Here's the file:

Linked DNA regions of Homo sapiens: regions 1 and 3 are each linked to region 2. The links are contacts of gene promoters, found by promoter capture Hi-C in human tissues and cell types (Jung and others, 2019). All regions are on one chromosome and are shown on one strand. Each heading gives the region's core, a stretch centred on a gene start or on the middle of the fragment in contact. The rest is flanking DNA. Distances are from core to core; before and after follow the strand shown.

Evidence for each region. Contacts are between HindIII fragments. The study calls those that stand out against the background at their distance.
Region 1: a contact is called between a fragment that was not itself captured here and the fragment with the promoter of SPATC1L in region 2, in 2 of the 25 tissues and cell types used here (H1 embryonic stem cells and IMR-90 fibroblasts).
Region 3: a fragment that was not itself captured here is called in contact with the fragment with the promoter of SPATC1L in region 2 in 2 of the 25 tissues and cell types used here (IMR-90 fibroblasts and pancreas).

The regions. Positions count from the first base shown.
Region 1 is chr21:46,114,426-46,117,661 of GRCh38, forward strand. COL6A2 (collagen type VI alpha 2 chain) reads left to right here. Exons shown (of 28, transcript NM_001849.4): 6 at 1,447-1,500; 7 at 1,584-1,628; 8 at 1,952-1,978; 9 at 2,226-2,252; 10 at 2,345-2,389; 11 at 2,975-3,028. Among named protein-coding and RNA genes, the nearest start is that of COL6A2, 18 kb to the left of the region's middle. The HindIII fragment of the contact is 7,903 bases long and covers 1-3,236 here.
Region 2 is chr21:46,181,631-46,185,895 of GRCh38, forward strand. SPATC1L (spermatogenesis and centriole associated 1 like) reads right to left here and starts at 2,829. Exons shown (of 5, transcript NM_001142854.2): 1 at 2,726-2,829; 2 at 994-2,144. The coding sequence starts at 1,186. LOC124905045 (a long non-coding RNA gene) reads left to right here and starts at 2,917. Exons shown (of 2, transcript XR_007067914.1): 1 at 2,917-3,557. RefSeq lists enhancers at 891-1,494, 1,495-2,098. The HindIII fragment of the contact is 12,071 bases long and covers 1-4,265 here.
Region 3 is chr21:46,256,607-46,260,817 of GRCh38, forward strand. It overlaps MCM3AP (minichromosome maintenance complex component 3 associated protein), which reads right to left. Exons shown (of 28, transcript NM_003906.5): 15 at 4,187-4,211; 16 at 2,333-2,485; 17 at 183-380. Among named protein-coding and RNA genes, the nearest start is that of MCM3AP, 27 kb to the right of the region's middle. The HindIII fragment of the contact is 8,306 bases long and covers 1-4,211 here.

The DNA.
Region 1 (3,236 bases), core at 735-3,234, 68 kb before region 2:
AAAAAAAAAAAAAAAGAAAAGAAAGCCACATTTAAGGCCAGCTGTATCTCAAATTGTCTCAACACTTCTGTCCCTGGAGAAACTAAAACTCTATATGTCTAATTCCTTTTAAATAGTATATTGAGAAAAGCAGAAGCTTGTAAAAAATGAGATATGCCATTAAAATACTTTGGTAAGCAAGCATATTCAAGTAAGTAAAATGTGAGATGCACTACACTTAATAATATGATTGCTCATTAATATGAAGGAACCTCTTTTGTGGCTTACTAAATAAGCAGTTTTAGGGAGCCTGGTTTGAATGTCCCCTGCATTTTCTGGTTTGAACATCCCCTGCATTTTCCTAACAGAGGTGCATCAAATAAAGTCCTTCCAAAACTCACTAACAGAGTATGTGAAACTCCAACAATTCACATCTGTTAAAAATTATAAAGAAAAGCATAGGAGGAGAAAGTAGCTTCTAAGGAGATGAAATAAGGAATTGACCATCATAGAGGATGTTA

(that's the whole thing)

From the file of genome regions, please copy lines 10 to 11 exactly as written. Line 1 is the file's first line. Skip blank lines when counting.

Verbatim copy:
Region 1 (3,236 bases), core at 735-3,234, 68 kb before region 2:
AAAAAAAAAAAAAAAGAAAAGAAAGCCACATTTAAGGCCAGCTGTATCTCAAATTGTCTCAACACTTCTGTCCCTGGAGAAACTAAAACTCTATATGTCTAATTCCTTTTAAATAGTATATTGAGAAAAGCAGAAGCTTGTAAAAAATGAGATATGCCATTAAAATACTTTGGTAAGCAAGCATATTCAAGTAAGTAAAATGTGAGATGCACTACACTTAATAATATGATTGCTCATTAATATGAAGGAACCTCTTTTGTGGCTTACTAAATAAGCAGTTTTAGGGAGCCTGGTTTGAATGTCCCCTGCATTTTCTGGTTTGAACATCCCCTGCATTTTCCTAACAGAGGTGCATCAAATAAAGTCCTTCCAAAACTCACTAACAGAGTATGTGAAACTCCAACAATTCACATCTGTTAAAAATTATAAAGAAAAGCATAGGAGGAGAAAGTAGCTTCTAAGGAGATGAAATAAGGAATTGACCATCATAGAGGATGTTA